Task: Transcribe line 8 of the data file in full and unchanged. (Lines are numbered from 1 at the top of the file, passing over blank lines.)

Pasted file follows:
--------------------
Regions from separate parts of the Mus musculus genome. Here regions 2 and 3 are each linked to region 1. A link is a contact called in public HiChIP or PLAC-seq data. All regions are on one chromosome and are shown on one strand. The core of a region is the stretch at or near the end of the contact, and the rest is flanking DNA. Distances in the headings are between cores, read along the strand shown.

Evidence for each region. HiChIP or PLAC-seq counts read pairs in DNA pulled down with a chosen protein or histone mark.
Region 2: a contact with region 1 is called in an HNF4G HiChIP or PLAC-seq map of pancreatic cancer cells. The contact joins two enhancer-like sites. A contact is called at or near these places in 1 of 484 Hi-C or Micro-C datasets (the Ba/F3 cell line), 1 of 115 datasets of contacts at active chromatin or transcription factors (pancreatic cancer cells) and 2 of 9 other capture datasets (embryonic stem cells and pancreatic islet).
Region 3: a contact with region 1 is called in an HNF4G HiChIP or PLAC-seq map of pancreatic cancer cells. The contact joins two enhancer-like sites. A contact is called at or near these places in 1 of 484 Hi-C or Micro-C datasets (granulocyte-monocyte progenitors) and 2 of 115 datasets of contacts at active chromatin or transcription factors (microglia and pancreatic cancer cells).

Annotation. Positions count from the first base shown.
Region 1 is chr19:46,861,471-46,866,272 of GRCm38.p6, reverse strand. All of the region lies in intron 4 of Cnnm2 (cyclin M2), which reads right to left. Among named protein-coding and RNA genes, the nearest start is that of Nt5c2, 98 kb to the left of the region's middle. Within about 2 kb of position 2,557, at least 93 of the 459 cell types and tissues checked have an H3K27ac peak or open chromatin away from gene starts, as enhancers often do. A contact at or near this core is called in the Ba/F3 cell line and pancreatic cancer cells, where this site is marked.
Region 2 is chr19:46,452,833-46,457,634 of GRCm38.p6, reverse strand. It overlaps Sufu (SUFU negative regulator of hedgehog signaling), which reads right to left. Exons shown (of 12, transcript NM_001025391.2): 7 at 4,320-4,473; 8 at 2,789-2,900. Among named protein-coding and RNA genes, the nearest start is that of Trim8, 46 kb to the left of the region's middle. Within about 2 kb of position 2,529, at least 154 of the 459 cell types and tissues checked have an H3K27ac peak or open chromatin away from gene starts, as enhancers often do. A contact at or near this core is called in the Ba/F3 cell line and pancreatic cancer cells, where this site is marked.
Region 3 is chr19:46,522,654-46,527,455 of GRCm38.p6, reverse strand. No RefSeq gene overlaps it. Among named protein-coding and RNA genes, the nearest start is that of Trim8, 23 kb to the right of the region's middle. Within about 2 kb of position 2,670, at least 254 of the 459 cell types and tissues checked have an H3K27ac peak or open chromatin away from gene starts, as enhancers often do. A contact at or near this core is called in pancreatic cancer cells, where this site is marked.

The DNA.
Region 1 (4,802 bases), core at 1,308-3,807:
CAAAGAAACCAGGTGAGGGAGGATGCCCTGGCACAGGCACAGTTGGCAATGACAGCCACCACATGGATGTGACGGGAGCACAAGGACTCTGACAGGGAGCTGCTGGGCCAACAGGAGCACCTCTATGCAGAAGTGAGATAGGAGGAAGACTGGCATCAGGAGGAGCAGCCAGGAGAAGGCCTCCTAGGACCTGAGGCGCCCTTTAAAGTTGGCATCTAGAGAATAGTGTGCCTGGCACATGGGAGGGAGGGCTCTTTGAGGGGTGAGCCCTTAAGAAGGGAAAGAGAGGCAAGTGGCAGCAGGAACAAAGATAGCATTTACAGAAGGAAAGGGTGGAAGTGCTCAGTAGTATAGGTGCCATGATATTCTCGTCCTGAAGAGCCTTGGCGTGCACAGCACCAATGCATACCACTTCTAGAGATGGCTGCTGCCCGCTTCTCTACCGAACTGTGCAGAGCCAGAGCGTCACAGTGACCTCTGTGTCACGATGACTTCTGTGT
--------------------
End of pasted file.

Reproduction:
Region 3 is chr19:46,522,654-46,527,455 of GRCm38.p6, reverse strand. No RefSeq gene overlaps it. Among named protein-coding and RNA genes, the nearest start is that of Trim8, 23 kb to the right of the region's middle. Within about 2 kb of position 2,670, at least 254 of the 459 cell types and tissues checked have an H3K27ac peak or open chromatin away from gene starts, as enhancers often do. A contact at or near this core is called in pancreatic cancer cells, where this site is marked.